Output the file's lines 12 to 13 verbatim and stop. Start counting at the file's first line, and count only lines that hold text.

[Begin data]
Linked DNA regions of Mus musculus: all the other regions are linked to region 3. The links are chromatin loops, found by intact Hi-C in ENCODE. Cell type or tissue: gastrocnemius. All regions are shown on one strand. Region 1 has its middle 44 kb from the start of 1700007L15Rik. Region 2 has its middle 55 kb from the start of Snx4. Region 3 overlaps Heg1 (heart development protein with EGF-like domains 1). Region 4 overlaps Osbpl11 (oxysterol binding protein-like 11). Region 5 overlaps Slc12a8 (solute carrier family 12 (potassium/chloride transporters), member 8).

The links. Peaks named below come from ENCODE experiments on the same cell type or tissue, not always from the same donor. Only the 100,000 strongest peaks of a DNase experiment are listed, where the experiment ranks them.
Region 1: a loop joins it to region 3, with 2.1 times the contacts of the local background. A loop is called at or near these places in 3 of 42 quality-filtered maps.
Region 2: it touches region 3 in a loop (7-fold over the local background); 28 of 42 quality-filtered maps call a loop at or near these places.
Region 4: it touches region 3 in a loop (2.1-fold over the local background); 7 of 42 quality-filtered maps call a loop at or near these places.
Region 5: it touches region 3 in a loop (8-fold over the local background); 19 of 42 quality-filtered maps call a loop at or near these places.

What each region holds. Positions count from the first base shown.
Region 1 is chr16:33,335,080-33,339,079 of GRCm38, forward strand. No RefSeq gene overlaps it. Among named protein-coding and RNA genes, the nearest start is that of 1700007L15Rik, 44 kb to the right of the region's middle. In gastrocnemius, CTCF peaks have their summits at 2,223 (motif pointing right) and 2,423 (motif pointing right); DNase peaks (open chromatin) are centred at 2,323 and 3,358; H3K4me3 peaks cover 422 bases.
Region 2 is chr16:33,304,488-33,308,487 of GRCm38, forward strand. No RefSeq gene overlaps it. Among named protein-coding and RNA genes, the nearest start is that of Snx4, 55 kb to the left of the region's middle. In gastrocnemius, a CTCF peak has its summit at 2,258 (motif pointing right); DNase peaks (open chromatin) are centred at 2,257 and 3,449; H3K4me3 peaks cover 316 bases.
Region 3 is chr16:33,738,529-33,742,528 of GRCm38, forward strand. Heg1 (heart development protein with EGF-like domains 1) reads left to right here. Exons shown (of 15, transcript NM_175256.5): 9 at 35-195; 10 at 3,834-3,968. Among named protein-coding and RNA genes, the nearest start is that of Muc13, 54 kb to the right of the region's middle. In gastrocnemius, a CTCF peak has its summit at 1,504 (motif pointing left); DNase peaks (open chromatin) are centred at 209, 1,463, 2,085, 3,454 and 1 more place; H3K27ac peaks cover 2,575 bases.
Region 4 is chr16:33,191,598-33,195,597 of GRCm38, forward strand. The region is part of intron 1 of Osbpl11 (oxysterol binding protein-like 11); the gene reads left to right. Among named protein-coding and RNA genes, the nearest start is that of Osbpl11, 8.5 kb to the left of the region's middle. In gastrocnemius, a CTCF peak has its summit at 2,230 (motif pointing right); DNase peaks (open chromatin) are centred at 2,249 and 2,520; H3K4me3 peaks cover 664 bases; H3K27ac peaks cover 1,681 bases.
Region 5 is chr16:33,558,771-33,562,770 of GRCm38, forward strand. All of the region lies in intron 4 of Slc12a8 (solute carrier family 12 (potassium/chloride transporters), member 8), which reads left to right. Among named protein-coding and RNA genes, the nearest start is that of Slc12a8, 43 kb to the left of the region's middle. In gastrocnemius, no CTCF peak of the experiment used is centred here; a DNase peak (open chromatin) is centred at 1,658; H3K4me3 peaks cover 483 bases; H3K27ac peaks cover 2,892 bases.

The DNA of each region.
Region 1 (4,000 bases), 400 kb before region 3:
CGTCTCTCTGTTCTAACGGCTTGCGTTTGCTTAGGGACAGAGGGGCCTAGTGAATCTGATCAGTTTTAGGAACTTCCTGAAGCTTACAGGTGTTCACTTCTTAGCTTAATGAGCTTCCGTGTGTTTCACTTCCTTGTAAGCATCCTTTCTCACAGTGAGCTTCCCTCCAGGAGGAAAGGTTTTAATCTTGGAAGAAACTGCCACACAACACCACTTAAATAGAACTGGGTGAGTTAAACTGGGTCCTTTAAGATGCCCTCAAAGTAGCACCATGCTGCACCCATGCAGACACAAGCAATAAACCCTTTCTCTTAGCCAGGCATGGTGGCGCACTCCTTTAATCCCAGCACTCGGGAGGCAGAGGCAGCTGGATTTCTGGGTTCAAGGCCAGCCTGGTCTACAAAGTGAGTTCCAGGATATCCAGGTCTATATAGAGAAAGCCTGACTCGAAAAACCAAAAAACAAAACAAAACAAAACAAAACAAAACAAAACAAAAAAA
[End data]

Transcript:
Region 5 is chr16:33,558,771-33,562,770 of GRCm38, forward strand. All of the region lies in intron 4 of Slc12a8 (solute carrier family 12 (potassium/chloride transporters), member 8), which reads left to right. Among named protein-coding and RNA genes, the nearest start is that of Slc12a8, 43 kb to the left of the region's middle. In gastrocnemius, no CTCF peak of the experiment used is centred here; a DNase peak (open chromatin) is centred at 1,658; H3K4me3 peaks cover 483 bases; H3K27ac peaks cover 2,892 bases.

The DNA of each region.